- Study protocol
- Open Access
Snoezelen, structured reminiscence therapy and 10-minutes activation in long term care residents with dementia (WISDE): study protocol of a cluster randomized controlled trial
BMC Geriatrics volume 10, Article number: 5 (2010)
People with dementia are often inapproachable due to symptoms of their illness. Therefore nurses should establish relationships with dementia patients via their remaining resources and facilitate communication. In order to achieve this, different targeted non-pharmacological interventions are recommended and practiced. However there is no sufficient evidence about the efficacy of most of these interventions. A number of publications highlight the urgent need for methodological sound studies so that more robust conclusions may be drawn.
The trial is designed as a cluster randomized controlled trial with 20 nursing homes in Saxony and Saxony-Anhalt (Germany) as the units of randomization. Nursing homes will be randomly allocated into 4 study groups consisting of 5 clusters and 90 residents: snoezelen, structured reminiscence therapy, 10-minutes activation or unstructured verbal communication (control group). The purpose is to determine whether the interventions are effective to reduce apathy in long-term care residents with dementia (N = 360) as the main outcome measure. Assessments will be done at baseline, 3, 6 and 12 months after beginning of the interventions.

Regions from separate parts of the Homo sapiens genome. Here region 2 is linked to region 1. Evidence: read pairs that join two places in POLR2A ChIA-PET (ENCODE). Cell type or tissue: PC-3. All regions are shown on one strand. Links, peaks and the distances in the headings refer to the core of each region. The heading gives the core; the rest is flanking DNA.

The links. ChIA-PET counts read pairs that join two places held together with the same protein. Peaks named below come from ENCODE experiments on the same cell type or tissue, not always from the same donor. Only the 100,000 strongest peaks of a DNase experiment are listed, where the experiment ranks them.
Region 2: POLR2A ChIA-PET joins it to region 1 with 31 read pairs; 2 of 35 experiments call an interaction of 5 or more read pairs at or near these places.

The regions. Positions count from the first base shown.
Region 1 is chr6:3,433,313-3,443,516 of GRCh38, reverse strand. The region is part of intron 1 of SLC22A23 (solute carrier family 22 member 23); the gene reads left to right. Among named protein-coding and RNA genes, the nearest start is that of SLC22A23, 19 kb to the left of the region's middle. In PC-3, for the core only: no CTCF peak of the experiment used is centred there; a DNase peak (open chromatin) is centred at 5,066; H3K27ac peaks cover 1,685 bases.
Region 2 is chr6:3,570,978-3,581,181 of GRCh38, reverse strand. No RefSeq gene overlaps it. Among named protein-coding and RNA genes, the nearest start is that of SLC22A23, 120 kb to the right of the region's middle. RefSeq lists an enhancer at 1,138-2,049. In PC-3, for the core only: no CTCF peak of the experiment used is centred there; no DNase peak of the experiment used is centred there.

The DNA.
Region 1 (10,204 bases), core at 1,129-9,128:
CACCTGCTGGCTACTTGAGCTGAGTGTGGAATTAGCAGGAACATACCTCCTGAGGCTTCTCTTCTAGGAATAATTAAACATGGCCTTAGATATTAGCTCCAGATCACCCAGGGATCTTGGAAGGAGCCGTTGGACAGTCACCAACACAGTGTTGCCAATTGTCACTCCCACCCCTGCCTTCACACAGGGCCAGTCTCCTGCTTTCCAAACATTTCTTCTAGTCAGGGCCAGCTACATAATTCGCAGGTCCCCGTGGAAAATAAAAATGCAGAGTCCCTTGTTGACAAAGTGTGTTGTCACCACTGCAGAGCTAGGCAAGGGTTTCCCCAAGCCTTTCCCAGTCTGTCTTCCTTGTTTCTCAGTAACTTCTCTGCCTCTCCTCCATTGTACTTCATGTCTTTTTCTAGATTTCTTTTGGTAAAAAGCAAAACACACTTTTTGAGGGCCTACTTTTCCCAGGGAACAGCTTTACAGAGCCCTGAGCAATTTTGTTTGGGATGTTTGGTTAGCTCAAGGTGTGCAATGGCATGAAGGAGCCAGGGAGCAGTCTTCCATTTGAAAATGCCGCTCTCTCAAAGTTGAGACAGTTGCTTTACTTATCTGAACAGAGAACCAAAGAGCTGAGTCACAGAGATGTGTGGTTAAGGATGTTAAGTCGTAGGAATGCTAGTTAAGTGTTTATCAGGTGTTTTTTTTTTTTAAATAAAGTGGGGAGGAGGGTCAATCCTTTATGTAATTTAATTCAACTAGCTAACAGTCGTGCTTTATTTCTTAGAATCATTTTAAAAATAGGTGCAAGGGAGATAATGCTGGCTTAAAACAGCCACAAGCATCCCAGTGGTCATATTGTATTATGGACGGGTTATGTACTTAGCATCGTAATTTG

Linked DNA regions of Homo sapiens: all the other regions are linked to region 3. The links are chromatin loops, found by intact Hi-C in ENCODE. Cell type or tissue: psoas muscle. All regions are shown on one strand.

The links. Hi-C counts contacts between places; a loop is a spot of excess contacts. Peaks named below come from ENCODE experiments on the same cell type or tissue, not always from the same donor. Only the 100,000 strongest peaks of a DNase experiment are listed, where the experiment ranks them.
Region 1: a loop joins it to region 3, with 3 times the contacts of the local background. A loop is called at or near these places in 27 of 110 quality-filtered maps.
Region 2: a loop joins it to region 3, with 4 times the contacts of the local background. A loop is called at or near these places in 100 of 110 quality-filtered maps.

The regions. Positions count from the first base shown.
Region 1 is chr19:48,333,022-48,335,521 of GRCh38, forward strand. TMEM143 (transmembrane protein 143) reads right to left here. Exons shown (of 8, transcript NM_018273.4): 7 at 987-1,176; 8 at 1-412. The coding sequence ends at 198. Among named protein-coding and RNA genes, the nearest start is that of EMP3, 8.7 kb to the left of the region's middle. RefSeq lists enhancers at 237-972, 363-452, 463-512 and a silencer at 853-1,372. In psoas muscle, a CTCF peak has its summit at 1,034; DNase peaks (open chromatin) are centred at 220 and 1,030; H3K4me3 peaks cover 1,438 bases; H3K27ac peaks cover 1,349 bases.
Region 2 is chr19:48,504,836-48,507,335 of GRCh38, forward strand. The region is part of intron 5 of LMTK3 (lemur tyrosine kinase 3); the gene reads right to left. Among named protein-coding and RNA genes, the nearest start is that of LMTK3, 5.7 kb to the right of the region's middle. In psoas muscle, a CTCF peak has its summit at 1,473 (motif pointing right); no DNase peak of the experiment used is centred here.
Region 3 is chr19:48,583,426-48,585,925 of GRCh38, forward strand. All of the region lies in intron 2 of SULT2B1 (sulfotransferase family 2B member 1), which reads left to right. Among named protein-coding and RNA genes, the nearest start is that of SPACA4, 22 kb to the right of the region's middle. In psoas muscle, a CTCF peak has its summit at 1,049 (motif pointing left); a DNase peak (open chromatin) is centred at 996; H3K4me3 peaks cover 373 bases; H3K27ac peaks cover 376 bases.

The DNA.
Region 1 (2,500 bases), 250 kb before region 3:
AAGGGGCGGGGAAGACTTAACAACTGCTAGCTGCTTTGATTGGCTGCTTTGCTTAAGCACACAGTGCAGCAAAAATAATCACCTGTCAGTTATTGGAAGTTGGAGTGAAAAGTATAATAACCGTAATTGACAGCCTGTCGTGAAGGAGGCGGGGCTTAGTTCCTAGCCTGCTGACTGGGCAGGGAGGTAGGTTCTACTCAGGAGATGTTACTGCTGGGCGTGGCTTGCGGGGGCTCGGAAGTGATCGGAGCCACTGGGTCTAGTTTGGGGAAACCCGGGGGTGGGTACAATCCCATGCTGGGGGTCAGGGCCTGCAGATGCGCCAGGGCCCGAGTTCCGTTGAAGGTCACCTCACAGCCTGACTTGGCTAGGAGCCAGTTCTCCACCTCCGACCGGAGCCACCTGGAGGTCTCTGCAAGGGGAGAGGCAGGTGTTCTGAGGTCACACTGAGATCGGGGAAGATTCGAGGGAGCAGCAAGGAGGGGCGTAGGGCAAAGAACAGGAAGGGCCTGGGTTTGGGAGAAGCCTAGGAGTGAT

This trial will particularly contribute to the evidence on efficacy of non-pharmacological interventions in dementia care.
Dementia is one of the most frequent and serious diseases occurring in people of higher age. There are currently more than 6 million people with dementia in the European Union with the prevalence of the disease increasing in the next decades .